Kerry-McCain II

Howard Fineman’s take on this one seems about right:

Truth be told, John McCain really can̢۪t stand George W. Bush, even if he agrees with him on a lot of things, especially Iraq. It̢۪s amusing (for us political reporters) to watch the senator from Arizona struggle with the role fate handed him: riding shotgun on the Bush reelection stagecoach. It̢۪s hard to know whether McCain, deep down, wants to protect his passenger or let the Indians have him. As for Bush, he doesn̢۪t trust McCain, but needs him.

McCain̢۪s rhetorical flirtation with the idea of becoming Sen. John Kerry̢۪s running mate is just the latest act in an ongoing intramural psychodrama that began in 1999, and no amount of common geostrategic purpose in the post-9/11 world can end it. He is a proud man, a fierce fighter, with an ego to match the pride and the ferocity. He wanted the Republican nomination in 2000, wanted it badly, and raged against what he saw as a system rigged against him.

As the season started, McCain surveyed the landscape and saw Bush as a pampered kid being set up in the family business—presidential politics—on the strength of his father’s connections and access to money. McCain railed, in private, about this. He tried to laugh about it, but there was seething anger beneath. McCain was from royalty, too, in his own way—Navy royalty. He was the namesake of a famous father, too, and that smoothed his path to Annapolis, and helped keep him there. But he had paid his dues in the most profound way, with five years of his life in prison cells in Hanoi.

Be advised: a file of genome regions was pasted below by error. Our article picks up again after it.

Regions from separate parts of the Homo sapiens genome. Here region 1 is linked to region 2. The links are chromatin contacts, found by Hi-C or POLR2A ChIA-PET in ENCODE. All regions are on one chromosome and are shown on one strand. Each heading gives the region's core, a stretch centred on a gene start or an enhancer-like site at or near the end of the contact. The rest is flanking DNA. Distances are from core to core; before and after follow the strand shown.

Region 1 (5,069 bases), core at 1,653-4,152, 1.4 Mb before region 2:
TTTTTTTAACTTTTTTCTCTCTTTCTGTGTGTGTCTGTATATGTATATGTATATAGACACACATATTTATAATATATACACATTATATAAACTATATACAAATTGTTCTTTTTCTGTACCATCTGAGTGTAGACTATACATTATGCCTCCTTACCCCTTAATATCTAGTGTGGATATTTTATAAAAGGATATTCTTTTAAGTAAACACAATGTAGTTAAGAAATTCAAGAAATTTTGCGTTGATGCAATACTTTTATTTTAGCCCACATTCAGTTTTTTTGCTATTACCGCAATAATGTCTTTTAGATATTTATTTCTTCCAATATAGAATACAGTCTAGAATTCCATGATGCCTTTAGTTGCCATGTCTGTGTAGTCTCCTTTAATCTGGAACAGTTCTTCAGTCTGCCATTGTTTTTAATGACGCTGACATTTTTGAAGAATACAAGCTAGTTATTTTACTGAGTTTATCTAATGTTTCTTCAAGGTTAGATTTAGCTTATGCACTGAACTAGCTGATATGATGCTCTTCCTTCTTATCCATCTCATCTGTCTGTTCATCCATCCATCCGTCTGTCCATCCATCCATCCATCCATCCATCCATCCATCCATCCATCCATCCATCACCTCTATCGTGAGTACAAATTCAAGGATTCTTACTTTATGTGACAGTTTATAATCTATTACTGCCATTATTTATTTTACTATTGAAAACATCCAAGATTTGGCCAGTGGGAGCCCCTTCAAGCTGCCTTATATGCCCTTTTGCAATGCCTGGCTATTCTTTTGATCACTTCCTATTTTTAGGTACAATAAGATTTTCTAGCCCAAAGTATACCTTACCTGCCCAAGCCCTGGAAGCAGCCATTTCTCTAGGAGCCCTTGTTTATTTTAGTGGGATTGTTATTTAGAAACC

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And now the question of the veepship. It̢۪s true that he and Kerry are close. They are perhaps the leading members of an informal caucus of Vietnam Veterans in the Senate, a fiercely loyal group that tends to eschew party lines whenever possible to express solidarity with one another. It̢۪s also true that, like any politician, McCain likes to make news, likes to be in the limelight, and likes to be asked if he has any interest in being a partner in a national ial ticket.

I don̢۪t think McCain is serious. He̢۪ll stay where he is, but it̢۪s not because he feels any affection for the guy he̢۪s riding with.

FILED UNDER: Campaign 2004
James Joyner
About James Joyner
James Joyner is a Security Studies professor at Marine Corps University's Command and Staff College and a nonresident senior fellow at the Scowcroft Center for Strategy and Security at the Atlantic Council. He's a former Army officer and Desert Storm vet. Views expressed here are his own. Follow James on Twitter @DrJJoyner.